HVAC – Heating Ventilation – Air Conditioning
Air conditioning is a vital part for summer climates. What many people do not realize is that an air conditioning unit can also be used for heating a home in winter. Especially in places that have very hot summers and cool winters, such as Phoenix, AZ, an air conditioning unit is especially appropriate. There are a several options for heating and cooling, and the efficiency of each is determined largely by the climate of the home and surrounding area.
For places that receive extreme cold winter weather, but cool summers, a furnace is ideal. Burning fuel such as natural gas or propane is the best option for extreme cold temperatures because it will not break down or need to be cycled backwards. Swamp coolers or room air conditioners are often adequate in climates that are only moderately above comfortable room temperatures in summer.
For climates that see very hot summers, such as Phoenix, a central air conditioning unit is the most efficient option. Swamp coolers are rather ineffective at high humidity. While Phoenix is ordinarily a very dry heat (due to its location in the Sonoran Desert) the monsoon season can bring enough moisture to render evaporative heating largely ineffective. By contrast, an air conditioning unit will cool a home even as the humidity rises, and indeed, will even de-humidify a home.
Furthermore, an air conditioning unit can be run backwards in winter. Technically, an air conditioning unit must be a heat pump for this to be possible, but the vast majority of air conditioning units in Phoenix are, and work well for this application. For a heat pump to be effective, the air needs to be cold, but not too much below freezing. Also, a heat pump works best as a heater when the winters are fairly dry. Phoenix, with normal humidity in winter hovering around 25% is ideal for this. This is because running a heat pump in reverse moves heat from the outside (even though it may be cold, outside air still has considerable heat energy), and uses it to warm coils on the inside. However, the coils outside the house have to be colder than the surrounding air for this to work. If the outside coils get too cold, ice will form on them (especially in high humidity), this prevents heat transfer, and to remove the ice the system will automatically run backwards, or in the same direction as the air conditioning in summer, to warm the outside coils and melt the ice. This is not a problem if it happens only a few times per night, but excessive backwards cycling is counterproductive to the point of the heater (since it blows cold air into the house when it is happening), and wastes energy.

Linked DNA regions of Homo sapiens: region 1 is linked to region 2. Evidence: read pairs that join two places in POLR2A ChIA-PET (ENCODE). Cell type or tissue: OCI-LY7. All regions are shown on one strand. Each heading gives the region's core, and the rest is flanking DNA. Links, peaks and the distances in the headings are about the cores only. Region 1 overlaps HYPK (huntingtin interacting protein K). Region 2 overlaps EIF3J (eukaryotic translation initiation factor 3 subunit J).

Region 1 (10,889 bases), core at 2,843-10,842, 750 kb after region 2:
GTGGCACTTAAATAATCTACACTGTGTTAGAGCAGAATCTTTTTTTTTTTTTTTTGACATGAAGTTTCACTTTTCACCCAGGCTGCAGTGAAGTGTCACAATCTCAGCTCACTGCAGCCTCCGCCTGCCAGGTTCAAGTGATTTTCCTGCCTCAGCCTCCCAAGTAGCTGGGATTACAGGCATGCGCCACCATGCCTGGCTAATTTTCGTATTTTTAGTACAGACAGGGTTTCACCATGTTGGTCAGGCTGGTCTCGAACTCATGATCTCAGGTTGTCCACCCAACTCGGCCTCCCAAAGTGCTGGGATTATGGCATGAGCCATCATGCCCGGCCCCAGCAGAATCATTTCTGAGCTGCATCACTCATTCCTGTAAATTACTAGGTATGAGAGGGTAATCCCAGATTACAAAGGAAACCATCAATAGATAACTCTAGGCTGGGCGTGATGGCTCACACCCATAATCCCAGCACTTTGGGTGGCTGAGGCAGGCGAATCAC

But for Phoenix, a heat pump will effectively warm a house in winter and cool it in summer, making this single-purpose device ideal.
Scott Baker attended American Trade Instituted with a concentration in air conditioning, heating and refrigeration, and ventilation. He founded Air America Inc in early 2011, and also instructs at EVIT, the East Valley Institute of Technology.More Posts